The North European Plain extends from the southern United Kingdom east to Russia. It includes parts of France, Belgium, the Netherlands, Germany, Denmark, Poland, the Baltic states (Estonia, Latvia, and Lithuania), and Belarus.
Most of the Great European Plain lies below 152 meters (500 feet) in elevation. It is home to many navigable rivers, including the Rhine, Weser, Elbe, Oder, and Vistula. The climate supports a wide variety of seasonal crops. These physical features allowed for early communication, travel, and agricultural development. The North European Plain remains the most densely populated region of Europe.
The Central Uplands extend east-west across central Europe and include western France and Belgium, southern Germany, the Czech Republic, and parts of northern Switzerland and Austria.
The Central Uplands are lower in altitude and less rugged than the Alpine region and are heavily wooded. Important highlands in this region include the Massif Central and the Vosges in France, the Ardennes of Belgium, the Black Forest and the Taunus in Germany, and the Ore and Sudeten in the Czech Republic. This region is sparsely populated except in the Rhine, Rhne, Elbe, and Danube river valleys.
The Alpine Mountains include ranges in the Italian and Balkan peninsulas, northern Spain, and southern France. The region includes the mountains of the Alps, Pyrenees, Apennines, Dinaric Alps, Balkans, and Carpathians.
High elevations, rugged plateaus, and steeply sloping land define the region. Europes highest peak, Mount Elbrus (5,642 meters/18,510 feet), is in the Caucasus mountains of Russia. The Alpine region also includes active volcanoes, such as Mount Etna and Mount Vesuvius in Italy.
Flora & Fauna
Much like its physical regions, Europes plant and animal communities follow a general north-south orientation. The tundra, found in Iceland and the northern reaches of Scandinavia and Russia, is a treeless region where small mosses, lichens, and ferns grow. Huge herds of reindeer feed on these tiny plants.
The taiga, which stretches across northern Europe just south of the tundra, is composed of coniferous forests, with trees such as pine, spruce, and fir. Moose, bear, and elk are native to the European taiga.
Just south of the taiga is a mixture of coniferous and deciduous trees, including beech, ash, poplar, and willow. Although this area remains heavily forested, the continents forests were drastically reduced as a result of intense urbanization throughout human history. Intense trade introduced many species, which often overtook native plants. The forests and grasslands of western and central Europe have been almost completely domesticated, with crops and livestock dominant.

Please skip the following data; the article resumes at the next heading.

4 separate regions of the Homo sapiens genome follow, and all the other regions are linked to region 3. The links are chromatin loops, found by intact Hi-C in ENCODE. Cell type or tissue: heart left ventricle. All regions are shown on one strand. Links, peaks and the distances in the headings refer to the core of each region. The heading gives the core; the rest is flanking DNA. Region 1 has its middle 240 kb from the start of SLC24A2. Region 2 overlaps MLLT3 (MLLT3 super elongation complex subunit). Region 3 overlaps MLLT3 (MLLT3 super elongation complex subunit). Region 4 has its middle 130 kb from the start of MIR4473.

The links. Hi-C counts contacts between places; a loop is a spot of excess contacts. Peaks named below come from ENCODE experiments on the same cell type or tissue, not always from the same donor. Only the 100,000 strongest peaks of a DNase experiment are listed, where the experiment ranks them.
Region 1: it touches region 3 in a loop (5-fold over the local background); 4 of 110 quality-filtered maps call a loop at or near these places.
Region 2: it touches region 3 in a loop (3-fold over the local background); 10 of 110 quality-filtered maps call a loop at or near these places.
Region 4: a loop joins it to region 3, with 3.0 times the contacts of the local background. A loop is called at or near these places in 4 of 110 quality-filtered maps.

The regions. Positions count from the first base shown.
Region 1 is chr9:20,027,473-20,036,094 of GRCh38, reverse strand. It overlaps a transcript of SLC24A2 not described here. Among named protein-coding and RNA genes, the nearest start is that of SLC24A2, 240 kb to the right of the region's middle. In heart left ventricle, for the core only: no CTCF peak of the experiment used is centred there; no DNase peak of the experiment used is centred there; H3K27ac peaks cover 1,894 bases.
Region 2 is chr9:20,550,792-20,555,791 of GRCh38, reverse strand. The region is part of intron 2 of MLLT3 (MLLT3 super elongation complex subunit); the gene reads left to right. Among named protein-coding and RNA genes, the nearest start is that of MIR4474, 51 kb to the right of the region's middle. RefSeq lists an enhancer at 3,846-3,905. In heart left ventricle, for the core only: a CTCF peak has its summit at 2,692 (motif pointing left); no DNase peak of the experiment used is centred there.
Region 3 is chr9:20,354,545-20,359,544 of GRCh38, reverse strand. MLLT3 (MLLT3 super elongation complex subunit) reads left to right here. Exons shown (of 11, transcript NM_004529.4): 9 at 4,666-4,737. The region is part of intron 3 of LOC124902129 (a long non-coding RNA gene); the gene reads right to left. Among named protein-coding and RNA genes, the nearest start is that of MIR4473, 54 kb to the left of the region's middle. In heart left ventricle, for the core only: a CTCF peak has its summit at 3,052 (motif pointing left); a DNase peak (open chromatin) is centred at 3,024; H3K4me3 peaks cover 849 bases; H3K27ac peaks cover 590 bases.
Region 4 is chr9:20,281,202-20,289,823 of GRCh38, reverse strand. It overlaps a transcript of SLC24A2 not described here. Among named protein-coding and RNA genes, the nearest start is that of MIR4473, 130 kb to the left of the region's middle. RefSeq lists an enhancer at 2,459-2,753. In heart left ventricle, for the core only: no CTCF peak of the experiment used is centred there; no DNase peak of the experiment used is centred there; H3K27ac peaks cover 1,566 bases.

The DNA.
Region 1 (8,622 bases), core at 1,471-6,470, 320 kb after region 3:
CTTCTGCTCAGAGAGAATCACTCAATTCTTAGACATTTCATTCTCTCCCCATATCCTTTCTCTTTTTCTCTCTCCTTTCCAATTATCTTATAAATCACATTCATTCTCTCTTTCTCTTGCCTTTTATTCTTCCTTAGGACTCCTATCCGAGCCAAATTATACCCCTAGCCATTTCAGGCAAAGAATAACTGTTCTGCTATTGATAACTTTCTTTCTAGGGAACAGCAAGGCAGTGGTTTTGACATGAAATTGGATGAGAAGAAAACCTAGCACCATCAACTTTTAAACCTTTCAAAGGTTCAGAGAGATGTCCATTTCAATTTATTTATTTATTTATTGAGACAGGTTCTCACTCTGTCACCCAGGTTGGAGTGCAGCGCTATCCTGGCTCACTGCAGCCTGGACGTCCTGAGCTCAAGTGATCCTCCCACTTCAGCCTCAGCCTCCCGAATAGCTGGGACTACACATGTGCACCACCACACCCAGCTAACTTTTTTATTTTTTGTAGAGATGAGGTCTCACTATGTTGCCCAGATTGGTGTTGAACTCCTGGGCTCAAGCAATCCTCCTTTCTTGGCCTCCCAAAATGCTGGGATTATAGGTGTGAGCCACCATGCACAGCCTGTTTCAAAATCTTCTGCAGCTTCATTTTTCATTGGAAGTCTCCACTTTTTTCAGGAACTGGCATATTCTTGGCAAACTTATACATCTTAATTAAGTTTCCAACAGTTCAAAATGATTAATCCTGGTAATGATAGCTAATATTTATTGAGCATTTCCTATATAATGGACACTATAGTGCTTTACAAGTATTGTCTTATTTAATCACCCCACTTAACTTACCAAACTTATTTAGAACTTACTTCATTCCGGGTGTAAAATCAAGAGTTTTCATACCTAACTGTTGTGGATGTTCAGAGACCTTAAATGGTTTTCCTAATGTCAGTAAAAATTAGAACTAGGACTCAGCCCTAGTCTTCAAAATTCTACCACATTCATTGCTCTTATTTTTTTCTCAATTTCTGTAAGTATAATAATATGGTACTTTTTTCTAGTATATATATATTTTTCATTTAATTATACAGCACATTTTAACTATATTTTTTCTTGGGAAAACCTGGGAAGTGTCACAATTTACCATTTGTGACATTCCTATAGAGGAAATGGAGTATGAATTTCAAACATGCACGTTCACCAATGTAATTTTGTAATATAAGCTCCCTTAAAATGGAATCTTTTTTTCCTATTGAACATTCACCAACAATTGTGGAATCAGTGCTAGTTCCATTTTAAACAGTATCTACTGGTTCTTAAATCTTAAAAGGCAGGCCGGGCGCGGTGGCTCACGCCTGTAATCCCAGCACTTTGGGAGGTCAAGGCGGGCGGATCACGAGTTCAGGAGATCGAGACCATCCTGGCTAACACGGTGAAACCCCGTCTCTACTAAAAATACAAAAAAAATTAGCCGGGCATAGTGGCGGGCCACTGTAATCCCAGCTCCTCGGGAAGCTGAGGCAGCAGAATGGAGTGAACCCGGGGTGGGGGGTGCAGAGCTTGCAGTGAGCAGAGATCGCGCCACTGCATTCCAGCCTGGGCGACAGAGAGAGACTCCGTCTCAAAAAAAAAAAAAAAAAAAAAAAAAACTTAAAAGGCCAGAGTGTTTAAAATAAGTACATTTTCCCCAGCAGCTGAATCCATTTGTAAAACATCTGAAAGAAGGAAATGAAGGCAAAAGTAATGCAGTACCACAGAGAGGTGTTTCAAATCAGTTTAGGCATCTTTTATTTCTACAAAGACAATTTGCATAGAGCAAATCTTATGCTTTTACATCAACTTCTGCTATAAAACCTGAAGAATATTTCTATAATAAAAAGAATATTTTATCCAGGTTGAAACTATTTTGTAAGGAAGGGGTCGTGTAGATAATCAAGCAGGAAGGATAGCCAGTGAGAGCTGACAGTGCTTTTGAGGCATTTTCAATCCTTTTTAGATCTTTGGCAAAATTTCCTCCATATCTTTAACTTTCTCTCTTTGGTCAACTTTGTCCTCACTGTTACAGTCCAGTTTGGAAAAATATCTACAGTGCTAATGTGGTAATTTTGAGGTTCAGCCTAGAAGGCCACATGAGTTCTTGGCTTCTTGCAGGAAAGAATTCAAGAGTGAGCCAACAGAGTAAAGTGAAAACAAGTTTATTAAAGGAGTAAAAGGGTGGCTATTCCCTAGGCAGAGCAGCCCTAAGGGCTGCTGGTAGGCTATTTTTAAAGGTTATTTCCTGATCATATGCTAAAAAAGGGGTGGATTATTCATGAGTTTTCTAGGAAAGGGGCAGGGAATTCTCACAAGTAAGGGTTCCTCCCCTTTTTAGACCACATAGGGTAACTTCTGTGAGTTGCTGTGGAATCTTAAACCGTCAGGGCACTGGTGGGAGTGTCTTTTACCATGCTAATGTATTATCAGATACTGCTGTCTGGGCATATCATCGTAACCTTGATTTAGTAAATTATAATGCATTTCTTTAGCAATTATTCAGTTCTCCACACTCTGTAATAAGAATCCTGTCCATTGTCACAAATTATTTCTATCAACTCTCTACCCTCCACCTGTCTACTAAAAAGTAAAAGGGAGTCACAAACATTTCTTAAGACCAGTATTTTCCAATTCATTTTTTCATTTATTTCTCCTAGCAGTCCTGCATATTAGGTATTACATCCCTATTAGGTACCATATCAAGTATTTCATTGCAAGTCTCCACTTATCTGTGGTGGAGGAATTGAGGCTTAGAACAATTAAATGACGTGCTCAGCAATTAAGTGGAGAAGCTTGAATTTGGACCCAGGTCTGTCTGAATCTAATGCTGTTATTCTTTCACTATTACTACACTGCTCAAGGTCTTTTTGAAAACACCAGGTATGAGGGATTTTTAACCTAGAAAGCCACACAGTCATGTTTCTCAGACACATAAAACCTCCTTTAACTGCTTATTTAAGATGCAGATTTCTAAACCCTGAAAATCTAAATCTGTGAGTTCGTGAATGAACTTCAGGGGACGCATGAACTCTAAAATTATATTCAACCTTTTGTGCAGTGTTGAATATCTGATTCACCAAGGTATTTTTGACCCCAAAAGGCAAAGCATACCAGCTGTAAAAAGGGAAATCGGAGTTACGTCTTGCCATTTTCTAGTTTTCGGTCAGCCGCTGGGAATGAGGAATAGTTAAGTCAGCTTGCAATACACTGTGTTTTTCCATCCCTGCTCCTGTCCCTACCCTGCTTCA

Finally, small, drought-resistant plants border the Mediterranean Sea, Europes southern edge. Trees also grow in that southernmost region, including the Aleppo pine, cypress, and cork oak. The only primate native to Europe, the Barbary macaque, inhabits this Mediterranean basin. A small troop of Barbary macaques lives on the tiny island of Gibraltar, between Spain and the African country of Morocco.
The waters surrounding Europe are home to a number of organisms, including fish, seaweeds, marine mammals, and crustaceans. The cold water surrounding northern Britain and Scandinavia is home to unique species of cold-water corals. All of the major bodies of water in Europe have been fished for centuries. In many places, including the Mediterranean and North seas, waters have been overfished. About a quarter of marine mammals are threatened.
Today, around 15 percent of Europes animal species are threatened or endangered, mainly by habitat loss, pollution, overexploitation, and competition from invasive species. The European bison, the heaviest land animal on the continent, is one of the most threatened species.
Beginning in the 20th century, many governments and non-governmental organizations (NGOs) have worked to restore some of Europes rich biodiversity. Establishing fishing limits, protecting threatened habitats, and encouraging sustainable consumption habits are some efforts supported by European conservationists.
Europe is the western peninsula of the giant "supercontinent" of Eurasia.
Map by the National Geographic Society
Most Renewable Electricity Produced
Iceland (99.9% hydropower, geothermal)